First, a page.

- Pros: The natural heating of the pile can kill any seeds that might be present in the chicken poop along with potential pathogens, and the process, if done correctly, is odor free. It also gives you the opportunity to add any yard clippings and food scraps to provide more volume and add trace minerals to the final product.
- Cons: there is a loss in volume and nitrogen levels as they are consumed in the composting process.
How do you use aged or composted chicken manure?
Once your chicken poop has been aged or composted, you can use it in your garden. It is safe to apply directly to your lawn, flowers, or any trees or bushes that need some added nutrition or more organic matter in the soil.
My favorite test to see if my compost is ready is to see if plants will grow in it. I put some fast-sprouting seeds (radishes are my favorite) in a small container of my latest batch of compost. If the seeds grow, the compost is no longer too high in nitrogen, and it’s ready to be applied in the garden.
Can you use composted chicken manure in a fruit or vegetable garden?
Repeated planting of annuals in the same garden bed can reduce the health of the soil. Fortunately applying composted chicken manure in your fruit or vegetable garden can provide the nitrogen and other nutrients your young plants need to provide you with a bountiful harvest. It also bulks up the soil with additional organic matter to help it retain water, which is increasingly important as drought is affecting more and more gardeners.
If you have hot composted your manure and kept it at 135 degrees or hotter for at least 2 weeks, that should have killed all the pathogens and weed seeds. It is also important to note that you need to turn the pile at least 5 times during that time period so that the manure on the outside (where it is not so hot) winds up on the inside where it is heated up.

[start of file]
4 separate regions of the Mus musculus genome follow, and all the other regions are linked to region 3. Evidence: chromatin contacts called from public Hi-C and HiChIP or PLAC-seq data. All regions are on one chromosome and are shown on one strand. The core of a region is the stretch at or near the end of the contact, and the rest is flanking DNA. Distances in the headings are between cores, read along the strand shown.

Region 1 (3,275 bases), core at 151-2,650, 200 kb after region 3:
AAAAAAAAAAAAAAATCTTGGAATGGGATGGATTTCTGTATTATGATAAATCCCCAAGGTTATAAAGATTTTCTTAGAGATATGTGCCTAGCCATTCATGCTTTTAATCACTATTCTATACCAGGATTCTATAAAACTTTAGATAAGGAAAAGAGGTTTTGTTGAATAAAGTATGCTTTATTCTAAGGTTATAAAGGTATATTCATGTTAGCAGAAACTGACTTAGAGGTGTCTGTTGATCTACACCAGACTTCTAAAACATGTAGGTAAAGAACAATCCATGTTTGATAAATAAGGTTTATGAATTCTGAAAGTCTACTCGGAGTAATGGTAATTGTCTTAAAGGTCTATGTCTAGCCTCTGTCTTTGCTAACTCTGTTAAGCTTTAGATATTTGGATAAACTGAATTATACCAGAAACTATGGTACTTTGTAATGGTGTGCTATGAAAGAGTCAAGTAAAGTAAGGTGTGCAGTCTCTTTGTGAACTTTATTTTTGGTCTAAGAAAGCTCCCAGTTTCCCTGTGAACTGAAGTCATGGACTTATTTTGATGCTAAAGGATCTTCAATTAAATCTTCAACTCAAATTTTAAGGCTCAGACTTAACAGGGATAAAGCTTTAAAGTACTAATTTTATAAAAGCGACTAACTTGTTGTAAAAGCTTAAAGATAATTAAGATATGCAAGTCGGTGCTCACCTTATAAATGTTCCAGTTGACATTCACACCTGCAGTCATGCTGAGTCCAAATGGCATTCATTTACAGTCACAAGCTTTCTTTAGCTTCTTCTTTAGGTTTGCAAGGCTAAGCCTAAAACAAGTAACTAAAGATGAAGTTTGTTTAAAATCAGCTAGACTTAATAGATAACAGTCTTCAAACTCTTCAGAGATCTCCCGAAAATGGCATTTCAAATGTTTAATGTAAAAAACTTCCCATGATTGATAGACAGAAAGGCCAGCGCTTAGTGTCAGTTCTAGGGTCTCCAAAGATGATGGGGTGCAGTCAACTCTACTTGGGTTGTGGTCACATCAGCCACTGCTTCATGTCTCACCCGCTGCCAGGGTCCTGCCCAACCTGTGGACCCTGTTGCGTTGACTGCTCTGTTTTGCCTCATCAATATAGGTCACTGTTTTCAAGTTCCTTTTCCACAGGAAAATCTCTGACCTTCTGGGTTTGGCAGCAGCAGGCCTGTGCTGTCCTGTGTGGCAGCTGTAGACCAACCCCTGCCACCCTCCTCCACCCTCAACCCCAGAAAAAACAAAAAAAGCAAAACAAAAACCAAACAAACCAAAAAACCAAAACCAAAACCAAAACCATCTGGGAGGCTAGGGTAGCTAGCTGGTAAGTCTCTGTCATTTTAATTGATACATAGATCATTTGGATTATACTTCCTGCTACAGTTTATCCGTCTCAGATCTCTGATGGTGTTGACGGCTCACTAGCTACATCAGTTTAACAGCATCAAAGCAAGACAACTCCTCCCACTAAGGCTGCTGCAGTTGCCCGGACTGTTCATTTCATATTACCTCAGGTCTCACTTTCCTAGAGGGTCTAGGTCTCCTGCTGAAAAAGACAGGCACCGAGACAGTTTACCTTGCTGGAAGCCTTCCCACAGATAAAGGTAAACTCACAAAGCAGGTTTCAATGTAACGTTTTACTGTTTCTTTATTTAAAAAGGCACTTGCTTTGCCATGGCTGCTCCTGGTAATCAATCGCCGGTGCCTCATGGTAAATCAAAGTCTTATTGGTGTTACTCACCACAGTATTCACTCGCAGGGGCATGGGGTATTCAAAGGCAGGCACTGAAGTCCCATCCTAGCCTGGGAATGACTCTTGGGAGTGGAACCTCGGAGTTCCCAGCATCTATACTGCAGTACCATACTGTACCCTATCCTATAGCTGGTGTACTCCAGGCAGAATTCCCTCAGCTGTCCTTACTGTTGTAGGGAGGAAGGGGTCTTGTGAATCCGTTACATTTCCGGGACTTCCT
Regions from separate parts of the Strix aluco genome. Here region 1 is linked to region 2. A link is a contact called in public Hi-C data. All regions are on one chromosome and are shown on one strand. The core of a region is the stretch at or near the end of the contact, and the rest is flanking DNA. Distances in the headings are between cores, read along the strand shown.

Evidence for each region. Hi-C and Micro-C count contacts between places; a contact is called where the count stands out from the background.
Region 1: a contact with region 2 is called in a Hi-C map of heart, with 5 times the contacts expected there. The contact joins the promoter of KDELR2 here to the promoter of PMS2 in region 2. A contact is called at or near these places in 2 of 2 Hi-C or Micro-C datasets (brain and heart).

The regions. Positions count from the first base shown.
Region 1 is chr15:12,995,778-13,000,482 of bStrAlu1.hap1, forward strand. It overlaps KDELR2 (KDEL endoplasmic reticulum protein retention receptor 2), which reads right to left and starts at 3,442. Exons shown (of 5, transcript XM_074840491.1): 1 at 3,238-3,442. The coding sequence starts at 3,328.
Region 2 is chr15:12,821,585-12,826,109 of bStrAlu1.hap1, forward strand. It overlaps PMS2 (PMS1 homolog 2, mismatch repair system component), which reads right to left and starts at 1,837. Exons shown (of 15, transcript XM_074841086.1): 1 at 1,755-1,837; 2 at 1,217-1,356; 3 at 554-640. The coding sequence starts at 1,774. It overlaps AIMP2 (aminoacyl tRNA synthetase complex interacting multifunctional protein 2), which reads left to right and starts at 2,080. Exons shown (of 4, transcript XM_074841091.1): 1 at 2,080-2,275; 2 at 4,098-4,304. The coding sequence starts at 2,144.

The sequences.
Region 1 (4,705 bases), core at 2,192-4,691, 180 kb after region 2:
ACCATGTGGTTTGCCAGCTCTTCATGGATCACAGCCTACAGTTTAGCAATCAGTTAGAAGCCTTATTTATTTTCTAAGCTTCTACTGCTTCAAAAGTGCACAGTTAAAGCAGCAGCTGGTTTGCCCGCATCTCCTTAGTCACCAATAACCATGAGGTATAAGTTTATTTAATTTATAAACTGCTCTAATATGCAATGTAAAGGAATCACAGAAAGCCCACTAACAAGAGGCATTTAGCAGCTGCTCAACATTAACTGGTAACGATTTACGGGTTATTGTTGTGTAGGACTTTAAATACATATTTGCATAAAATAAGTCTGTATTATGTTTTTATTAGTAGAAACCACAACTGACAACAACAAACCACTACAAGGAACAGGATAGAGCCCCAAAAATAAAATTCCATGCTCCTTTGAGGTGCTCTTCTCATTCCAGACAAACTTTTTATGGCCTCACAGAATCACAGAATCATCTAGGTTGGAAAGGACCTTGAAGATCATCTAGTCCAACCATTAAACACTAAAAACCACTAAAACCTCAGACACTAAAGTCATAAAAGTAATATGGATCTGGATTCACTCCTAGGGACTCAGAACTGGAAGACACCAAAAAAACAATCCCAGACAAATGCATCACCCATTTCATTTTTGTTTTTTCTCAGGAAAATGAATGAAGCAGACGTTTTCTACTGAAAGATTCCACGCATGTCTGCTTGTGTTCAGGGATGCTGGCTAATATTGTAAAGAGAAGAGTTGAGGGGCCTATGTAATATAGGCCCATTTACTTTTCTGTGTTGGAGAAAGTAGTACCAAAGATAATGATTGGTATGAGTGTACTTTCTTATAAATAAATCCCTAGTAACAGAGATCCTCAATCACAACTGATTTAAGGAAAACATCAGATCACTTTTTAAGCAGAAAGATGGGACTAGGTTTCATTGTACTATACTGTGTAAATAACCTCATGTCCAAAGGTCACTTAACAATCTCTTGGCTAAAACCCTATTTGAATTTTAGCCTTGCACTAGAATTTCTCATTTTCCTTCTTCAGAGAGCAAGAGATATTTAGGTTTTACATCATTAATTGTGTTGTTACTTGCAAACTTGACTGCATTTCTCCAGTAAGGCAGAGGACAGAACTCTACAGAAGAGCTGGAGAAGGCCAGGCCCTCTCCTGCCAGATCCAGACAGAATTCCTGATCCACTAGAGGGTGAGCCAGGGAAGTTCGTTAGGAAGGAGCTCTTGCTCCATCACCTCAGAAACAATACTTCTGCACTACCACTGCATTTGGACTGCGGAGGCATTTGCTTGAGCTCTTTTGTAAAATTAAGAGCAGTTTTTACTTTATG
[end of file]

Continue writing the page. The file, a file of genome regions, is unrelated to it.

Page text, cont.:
If you are cold composting, which is basically aging manure, it needs to be aged for at least 4 months before being used on food crops.
What is manure tea? Can you make your own?
Another way of using your aged or composted chicken manure is to create manure tea or compost tea. It’s an excellent way to stretch the benefits of your aged or composted manure over a larger area of your garden.
You can find manure tea kits online and in garden centers, which are simply aged manure in a water permeable bag. You can make your own by putting a few cups of manure in either a burlap bag or an old pillowcase and soaking it for a couple days in a bucket of water. The recommended ratio is one cup manure per gallon of water.
While you could put the manure directly into a bucket with water, you’d have to filter it out at the end. I have found that creating your own compost tea bag makes the whole process much easier.
Once your tea has had a couple days (and up to a month) to brew, remove the bag and dispose of its contents back in your compost pile. Spray your fertilizing liquid in your garden as you would a commercial liquid fertilizer. Some research even shows that applying compost tea directly to the leaves can prevent phytopathogens on a variety of plants, including tomatoes.
Using this method allows you to fertilize a larger area with the same amount of compost, and having all the nutrients in a liquid form makes the nutrients easier for plants to absorb. Using both direct application of the composted manure and the tea will provide both slow and quick release of nutrients to your garden soil.
Knowing how useful your flock’s manure is in your garden can make mucking out your chickens’ poop more rewarding. You are turning their waste into a macro- and micronutrient-rich fertilizer, bulking up the organic material in your garden soil, and keeping the manure out of the landfill and waterways. You save money and create a more sustainable system in your backyard at the same time.
Tammy Churchill is a Master Composter and enjoys sharing the joys of sustainable living as an Eco Team Docent at the Solana Center for Environmental Innovation. She spends her time spoiling her hens, wrangling worms, and creating gardening gold out of food scraps, yard trimmings, and chicken poop.
You may also read my post about Compost: My Only Fertilizer.